I gather water at a small trickle and then head up to my campsite. Once there, I’m delighted to find a Vargo nail stake that I lost there last June. It appears that no one has camped here since then. Smoke from a campfire, probably Dave’s, is visible far below in the fading light.
The next morning, I arise when I hear the birds begin to sing. The next mile or so is landscape I really love and want to see it in the early morning light. Dave’s hammock is strung over the trail. Good hammock trees were hard to find. He’s still uncertain about the hammock and will have to play with it a bit more. Maggie greets me like an old friend.
The trail climbs steeply up and down and suddenly I find myself at the beginning of the climb to McCurdy Park. It’s already pretty hot. I scoop water from the stream, treat it with my Steripen, drink it down and scoop up more water for the hike ahead. Going into meditation mode, I slowly and steadily ascend the steep switchbacks. When I break out of the trees at the top, I stop for lunch in the cool shade of a spruce tree by the stream. Looking up, I’m delighted to notice the first clouds of my trip. Grace happens.
Refreshed, I continue on up to the top of the McCurdy Park trail. Though it’s still early, this is where I’ll be camping. It’s a beautiful spot.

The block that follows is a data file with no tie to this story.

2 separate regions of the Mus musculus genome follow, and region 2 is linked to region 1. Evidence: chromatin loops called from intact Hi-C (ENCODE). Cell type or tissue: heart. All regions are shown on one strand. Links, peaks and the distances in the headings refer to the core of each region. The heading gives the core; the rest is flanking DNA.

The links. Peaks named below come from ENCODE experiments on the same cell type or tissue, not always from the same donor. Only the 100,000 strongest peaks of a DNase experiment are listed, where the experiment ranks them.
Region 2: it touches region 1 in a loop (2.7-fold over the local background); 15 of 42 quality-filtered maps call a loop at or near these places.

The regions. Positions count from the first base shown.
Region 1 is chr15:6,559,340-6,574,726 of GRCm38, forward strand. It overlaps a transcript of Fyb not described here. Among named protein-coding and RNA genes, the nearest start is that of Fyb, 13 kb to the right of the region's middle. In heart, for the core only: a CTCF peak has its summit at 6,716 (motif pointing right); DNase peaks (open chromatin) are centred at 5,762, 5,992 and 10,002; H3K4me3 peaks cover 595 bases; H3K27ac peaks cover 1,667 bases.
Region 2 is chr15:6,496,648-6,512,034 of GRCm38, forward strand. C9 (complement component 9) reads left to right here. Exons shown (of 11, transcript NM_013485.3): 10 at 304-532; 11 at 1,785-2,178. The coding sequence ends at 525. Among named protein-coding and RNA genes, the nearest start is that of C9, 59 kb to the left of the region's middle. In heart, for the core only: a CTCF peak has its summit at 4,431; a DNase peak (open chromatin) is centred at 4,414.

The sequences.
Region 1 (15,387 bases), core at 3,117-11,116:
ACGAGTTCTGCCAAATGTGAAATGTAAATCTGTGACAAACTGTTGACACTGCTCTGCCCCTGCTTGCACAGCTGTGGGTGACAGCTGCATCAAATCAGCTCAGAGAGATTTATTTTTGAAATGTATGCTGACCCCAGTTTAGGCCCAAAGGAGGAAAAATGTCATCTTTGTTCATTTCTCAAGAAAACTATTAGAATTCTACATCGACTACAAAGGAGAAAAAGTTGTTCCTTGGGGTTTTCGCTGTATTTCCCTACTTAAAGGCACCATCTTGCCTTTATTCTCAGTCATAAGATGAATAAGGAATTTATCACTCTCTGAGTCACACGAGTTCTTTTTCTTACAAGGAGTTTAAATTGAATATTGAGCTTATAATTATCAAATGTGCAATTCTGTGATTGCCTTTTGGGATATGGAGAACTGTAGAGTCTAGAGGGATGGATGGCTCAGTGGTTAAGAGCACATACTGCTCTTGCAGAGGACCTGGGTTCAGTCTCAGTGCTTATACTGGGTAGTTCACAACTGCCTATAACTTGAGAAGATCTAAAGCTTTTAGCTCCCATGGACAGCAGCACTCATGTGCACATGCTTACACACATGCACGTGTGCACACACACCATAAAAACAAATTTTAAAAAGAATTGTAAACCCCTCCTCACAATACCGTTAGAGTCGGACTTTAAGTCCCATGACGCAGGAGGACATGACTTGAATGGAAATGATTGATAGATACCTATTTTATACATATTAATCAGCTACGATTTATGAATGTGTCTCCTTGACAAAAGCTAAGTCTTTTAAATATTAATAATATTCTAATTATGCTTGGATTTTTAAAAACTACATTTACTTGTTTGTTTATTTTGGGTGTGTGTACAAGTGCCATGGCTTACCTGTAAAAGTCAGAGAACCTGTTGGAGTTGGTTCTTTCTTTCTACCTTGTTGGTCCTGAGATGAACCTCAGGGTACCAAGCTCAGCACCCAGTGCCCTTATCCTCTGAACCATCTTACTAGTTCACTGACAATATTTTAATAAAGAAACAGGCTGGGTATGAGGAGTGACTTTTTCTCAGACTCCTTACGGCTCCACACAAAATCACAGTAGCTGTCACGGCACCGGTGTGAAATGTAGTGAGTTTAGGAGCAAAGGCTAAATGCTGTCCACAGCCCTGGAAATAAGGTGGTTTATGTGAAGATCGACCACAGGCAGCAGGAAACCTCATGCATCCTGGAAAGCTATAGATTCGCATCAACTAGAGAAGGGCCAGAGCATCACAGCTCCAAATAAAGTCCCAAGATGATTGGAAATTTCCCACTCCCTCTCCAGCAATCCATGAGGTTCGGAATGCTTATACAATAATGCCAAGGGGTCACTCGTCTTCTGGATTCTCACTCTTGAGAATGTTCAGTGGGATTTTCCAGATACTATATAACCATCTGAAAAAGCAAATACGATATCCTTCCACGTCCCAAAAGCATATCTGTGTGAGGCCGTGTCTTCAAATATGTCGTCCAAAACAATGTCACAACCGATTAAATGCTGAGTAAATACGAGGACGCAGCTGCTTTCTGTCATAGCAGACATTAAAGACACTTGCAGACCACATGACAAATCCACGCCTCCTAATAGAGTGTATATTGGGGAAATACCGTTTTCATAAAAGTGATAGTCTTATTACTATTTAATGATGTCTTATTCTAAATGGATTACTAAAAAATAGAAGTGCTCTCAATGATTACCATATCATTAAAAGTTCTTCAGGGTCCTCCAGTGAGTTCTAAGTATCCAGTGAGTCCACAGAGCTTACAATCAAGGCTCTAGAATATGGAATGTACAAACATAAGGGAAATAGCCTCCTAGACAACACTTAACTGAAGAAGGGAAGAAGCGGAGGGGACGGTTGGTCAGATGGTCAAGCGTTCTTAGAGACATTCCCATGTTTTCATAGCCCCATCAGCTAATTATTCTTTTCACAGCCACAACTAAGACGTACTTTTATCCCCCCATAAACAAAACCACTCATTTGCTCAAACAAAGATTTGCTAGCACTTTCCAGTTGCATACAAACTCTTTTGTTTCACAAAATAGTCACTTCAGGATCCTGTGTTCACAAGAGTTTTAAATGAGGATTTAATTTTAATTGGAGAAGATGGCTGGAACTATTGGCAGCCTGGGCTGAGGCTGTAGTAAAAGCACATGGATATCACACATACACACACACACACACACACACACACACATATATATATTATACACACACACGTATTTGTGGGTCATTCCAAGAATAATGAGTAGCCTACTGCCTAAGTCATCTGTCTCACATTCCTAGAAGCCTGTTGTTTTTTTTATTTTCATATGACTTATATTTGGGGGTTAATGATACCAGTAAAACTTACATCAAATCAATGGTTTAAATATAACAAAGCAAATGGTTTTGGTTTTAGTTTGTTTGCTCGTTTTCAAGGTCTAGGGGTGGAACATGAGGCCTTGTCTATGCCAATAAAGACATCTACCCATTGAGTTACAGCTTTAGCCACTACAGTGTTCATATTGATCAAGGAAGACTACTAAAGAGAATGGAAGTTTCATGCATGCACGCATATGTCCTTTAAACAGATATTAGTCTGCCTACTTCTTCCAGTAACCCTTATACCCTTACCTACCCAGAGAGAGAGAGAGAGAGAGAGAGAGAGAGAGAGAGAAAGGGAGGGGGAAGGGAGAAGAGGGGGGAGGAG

Tomorrow’s hike, McCurdy Park to Bison Peak, is mostly new to me. From the map, it appears as if there will be no water up there, so I think out my options. Tonight’s camp is without water, so I’ve had to haul four extra liters up to here. Since I want to camp near the peak, it may be that my best option is to haul it from the same source back down the McCurdy Park trail. As much as I’d like to avoid carrying eight extra pounds, camping near the peak is more important to me.
The night is deliciously cool at this elevation and I sleep well. After breakfast, I head back down to get water, then laze around my camp for a while.
While I’m packing up, a lone backpacker comes up a little used social trail that runs near my camp. I call out a greeting and we exchange a few pleasantries. While we’re talking, I’m getting a feeling that there’s more to this guy than the British accent, so I approach. It turns out that the hiker, Pete, is a mountaineer who has climbed in the Himalayas. For his birthday, he always tries to do something special–for his thirtieth, he climbed Half Dome; for his fiftieth, Denali. We talk gear a bit and the desire for more comfort as you get older balanced with the desire for a light pack. Pete is no stranger to lightweight philosophy having been a ultra-runner with a eight-pound total pack weight in his youth. We talk about Lost Creek. Pete says that the scenery here is world class and I take his word for it. In parting, I take couple of photos of Pete striking a mountaineer’s pose in front of some McCurdy Park granite –one with his camera for posterity and one with mine for my blog. While putting away my camera, I find, to my chagrin, that I’ve left it on shutter priority with a one second exposure. The photo is ruined; Pete is long gone. He’s hiking out today and flying to England tomorrow for wedding. (Update: Pete has graciously sent me the photo from his camera. Thanks, Pete)
When I put on my pack, it’s surprising heavy; I’m not used to carrying eight pounds of water. After I get to the top of the ridge, I soon forget about the weight on my back. The big man at Lost Park was right. This place is wild. There’s a ghost forest of weathered trees, some standing and some fallen, amid some of the most bizarre rock formations this side of Utah.